On one thing most researchers agree on about IBD: it's very complex. And though it might seem obvious that treating a complex disease might take more than one agent, use of combination therapy hasn't been discussed much in relation to IBD.
Now separate groups working in Houston/Boston and Jerusalem have considered the implications of combination therapy in IBD. They are presenting their papers at the APS conference.
Intestinal Lactobacillus reuteri-based combination therapy directly modulates mucosal pro-inflammatory cytokine production in IL-10 deficient mice.
Probiotics and commensal bacteria represent likely sources for novel therapeutic strategies in inflammatory bowel diseases, and have become increasingly interesting to researchers. Indeed, some probiotic therapy agents are thought to be nearing the clinical trial stage. It is well-known that the human (and animal) gut is full of mostly beneficial bacteria. In IBD and other diseases researchers have taken an approach that reintroduces these positive bacteria, allow them to repopulate the gut and quite often they produce their own anti-inflammatory chemicals. One of the major such "bugs" is the genus Lactobacillus.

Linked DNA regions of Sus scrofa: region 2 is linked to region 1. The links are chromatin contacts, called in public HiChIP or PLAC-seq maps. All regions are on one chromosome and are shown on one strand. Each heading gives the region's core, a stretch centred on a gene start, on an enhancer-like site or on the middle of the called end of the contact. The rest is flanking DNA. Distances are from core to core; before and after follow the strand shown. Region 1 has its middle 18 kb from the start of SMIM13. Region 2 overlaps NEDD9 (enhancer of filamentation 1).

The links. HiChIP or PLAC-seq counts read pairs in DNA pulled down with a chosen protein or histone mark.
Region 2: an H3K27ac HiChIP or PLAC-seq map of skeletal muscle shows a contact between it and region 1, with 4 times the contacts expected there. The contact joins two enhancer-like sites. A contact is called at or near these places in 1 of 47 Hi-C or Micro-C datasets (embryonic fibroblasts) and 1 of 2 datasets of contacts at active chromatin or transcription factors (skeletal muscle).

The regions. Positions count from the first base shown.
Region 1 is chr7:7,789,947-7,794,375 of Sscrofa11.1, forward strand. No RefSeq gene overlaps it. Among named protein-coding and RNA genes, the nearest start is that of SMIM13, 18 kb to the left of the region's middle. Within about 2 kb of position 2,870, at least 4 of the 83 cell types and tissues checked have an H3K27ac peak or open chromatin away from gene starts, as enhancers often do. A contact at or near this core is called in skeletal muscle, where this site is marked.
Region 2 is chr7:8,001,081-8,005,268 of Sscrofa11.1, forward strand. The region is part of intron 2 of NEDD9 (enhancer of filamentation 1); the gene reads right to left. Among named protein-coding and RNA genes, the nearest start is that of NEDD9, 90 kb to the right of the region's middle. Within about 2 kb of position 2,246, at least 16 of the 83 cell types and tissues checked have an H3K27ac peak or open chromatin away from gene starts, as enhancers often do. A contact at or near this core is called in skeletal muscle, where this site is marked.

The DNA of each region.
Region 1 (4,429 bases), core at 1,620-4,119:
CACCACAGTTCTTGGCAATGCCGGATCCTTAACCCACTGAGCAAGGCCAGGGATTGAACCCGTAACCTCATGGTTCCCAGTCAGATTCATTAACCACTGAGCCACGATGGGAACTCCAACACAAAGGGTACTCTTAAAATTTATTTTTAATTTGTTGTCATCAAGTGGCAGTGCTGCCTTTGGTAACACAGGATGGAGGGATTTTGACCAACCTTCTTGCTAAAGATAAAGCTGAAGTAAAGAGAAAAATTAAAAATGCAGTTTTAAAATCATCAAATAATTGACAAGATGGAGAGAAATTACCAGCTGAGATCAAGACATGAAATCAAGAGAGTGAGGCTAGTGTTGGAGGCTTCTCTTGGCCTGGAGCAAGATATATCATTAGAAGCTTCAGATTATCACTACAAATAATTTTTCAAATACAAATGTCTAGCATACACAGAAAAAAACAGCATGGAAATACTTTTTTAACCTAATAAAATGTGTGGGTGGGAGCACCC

The research reported below was carried by James Versalovic and Jeremy Andrew Pena at the Baylor College of Medicine/Texas Children's Hospital, Houston, Texas, and by Arlin B. Rogers, Zhongming Ge and James G. Fox at the Division of Comparative Medicine at Massachusetts Institute of Technology, Cambridge, Mass.
Probiotics have demonstrated efficacy in treating patients